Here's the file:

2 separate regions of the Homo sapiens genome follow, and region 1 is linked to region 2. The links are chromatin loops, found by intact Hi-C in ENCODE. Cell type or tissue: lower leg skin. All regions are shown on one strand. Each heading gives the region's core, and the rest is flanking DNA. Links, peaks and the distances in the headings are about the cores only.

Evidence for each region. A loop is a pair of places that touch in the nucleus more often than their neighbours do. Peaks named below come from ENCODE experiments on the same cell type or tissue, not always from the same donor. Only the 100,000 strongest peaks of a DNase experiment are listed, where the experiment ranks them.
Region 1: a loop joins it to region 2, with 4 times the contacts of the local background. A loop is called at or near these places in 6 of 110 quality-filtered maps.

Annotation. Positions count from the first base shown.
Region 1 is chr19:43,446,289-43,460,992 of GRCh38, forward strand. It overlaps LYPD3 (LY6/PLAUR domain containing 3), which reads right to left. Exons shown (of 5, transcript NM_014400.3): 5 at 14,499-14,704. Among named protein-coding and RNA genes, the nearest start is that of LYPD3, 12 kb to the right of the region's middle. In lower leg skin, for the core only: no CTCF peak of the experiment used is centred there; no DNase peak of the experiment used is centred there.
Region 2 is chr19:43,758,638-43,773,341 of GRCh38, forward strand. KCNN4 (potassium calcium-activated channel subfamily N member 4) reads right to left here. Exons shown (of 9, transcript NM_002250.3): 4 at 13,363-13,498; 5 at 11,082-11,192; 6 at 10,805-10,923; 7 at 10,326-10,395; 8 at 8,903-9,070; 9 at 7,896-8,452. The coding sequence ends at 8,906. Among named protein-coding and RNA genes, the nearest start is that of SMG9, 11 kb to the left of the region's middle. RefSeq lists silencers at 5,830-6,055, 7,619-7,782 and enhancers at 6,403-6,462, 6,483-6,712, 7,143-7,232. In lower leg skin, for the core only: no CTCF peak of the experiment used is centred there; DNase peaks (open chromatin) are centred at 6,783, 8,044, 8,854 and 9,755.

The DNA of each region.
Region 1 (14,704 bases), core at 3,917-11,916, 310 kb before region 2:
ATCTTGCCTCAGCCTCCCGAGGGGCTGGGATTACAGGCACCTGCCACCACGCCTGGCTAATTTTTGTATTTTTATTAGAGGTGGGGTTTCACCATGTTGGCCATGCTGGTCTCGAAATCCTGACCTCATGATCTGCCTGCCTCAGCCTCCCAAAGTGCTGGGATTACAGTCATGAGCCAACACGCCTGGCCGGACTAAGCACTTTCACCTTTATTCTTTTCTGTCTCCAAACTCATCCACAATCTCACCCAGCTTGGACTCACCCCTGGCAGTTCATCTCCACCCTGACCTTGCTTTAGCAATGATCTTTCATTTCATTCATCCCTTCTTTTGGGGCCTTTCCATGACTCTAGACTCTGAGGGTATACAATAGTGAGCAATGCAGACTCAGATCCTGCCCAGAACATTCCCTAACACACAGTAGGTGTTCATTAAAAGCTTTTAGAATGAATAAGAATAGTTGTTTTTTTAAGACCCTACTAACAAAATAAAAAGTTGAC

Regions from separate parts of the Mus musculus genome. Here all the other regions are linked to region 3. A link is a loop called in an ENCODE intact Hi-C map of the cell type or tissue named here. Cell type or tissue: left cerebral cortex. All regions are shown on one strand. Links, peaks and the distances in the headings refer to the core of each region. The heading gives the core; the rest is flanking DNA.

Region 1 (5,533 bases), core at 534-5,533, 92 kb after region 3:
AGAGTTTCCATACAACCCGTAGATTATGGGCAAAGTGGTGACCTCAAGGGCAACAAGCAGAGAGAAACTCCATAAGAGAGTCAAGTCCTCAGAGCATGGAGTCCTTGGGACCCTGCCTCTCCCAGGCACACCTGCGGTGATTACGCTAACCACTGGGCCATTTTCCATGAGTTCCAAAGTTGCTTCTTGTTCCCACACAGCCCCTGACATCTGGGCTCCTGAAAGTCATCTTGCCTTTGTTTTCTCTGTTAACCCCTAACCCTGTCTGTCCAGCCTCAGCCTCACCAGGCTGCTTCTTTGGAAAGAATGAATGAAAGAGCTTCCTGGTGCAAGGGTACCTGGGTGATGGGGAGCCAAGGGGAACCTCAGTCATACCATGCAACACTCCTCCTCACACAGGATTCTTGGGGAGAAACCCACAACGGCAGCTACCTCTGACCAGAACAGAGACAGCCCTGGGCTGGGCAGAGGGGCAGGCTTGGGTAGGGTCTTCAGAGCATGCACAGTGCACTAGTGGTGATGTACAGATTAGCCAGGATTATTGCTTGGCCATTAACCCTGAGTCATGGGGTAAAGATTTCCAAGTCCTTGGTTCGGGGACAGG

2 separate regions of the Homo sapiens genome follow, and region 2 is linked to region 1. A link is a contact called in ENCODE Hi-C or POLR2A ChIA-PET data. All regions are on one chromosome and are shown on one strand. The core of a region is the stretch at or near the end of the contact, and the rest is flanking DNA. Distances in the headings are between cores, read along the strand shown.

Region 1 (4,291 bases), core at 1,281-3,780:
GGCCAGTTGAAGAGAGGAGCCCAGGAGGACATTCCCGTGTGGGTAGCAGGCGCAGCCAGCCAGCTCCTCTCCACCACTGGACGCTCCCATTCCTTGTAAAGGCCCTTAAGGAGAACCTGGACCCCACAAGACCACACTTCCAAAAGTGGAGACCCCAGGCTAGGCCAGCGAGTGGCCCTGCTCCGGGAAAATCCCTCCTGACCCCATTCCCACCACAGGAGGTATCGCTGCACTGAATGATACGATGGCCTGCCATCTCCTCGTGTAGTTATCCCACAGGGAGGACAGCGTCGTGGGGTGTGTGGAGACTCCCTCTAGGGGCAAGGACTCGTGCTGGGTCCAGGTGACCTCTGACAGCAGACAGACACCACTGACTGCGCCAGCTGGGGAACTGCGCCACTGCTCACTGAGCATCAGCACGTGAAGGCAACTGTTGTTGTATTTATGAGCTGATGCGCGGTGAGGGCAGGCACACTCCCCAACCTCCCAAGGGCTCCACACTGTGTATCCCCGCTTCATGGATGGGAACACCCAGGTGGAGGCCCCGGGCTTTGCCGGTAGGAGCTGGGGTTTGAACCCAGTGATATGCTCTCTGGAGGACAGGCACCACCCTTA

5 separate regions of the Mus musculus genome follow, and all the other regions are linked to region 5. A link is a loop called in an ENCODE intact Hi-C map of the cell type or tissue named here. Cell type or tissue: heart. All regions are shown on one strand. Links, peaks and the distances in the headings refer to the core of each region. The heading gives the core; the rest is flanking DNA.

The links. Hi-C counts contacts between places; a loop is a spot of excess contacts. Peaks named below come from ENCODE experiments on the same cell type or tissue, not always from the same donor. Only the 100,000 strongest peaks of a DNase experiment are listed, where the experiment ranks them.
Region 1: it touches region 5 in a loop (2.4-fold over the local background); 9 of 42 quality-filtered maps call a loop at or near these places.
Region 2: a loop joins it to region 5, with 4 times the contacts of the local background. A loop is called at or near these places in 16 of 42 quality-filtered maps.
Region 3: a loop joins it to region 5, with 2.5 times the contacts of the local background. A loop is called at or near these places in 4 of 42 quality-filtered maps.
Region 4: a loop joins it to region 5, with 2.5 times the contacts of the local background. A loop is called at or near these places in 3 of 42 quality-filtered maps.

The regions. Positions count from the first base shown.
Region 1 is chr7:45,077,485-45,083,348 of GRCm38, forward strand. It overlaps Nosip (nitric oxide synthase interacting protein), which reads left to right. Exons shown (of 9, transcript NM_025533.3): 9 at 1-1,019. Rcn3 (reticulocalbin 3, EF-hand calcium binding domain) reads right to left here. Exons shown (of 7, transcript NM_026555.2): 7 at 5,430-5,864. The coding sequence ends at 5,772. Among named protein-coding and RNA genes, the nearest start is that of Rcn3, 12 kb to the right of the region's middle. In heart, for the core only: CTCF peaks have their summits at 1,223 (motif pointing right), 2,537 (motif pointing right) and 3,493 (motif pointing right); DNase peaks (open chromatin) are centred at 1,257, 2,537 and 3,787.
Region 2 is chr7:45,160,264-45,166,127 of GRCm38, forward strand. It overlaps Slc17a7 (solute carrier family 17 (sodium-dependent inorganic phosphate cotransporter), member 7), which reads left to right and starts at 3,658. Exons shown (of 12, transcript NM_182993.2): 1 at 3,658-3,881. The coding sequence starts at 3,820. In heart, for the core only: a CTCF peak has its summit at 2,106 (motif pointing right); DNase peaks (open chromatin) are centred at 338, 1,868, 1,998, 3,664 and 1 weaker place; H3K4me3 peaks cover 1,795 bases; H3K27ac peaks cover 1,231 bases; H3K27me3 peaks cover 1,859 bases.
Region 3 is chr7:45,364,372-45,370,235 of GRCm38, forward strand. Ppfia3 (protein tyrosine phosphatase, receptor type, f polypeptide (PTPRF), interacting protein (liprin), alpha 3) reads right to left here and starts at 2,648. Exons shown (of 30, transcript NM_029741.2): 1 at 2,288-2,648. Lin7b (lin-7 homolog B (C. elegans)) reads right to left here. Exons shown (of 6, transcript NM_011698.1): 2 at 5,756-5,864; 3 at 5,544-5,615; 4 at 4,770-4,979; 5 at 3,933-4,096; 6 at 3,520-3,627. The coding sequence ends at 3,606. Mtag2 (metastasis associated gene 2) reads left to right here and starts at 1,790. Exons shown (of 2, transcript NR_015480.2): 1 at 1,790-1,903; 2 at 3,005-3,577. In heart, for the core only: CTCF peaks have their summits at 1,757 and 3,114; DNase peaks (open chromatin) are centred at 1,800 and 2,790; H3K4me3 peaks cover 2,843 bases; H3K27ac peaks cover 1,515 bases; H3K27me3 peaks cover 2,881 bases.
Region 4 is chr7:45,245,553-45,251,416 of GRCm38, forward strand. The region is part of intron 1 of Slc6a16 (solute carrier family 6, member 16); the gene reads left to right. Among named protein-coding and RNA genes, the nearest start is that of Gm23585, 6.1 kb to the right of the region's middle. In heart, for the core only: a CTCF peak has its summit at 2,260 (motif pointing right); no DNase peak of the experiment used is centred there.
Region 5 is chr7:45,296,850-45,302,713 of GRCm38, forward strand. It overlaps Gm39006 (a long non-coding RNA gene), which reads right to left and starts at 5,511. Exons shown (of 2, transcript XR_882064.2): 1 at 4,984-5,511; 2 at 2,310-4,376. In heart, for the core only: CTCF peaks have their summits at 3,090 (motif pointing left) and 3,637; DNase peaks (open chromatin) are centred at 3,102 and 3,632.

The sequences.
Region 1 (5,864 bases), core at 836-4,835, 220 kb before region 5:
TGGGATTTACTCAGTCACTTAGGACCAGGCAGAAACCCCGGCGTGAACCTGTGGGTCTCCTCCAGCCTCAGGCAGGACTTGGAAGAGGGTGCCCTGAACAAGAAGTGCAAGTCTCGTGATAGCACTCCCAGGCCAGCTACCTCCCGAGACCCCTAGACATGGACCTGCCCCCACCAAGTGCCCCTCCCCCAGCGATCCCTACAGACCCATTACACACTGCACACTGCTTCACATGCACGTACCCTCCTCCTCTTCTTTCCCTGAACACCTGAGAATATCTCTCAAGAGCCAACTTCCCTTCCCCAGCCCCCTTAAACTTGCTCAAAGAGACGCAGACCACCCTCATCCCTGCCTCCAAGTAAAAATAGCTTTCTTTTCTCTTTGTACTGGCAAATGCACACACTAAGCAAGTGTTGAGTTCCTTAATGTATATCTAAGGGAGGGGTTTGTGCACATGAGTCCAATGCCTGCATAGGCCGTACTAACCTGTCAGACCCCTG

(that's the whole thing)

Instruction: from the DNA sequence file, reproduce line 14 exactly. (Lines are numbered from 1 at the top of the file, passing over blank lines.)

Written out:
Region 1 (4,291 bases), core at 1,281-3,780: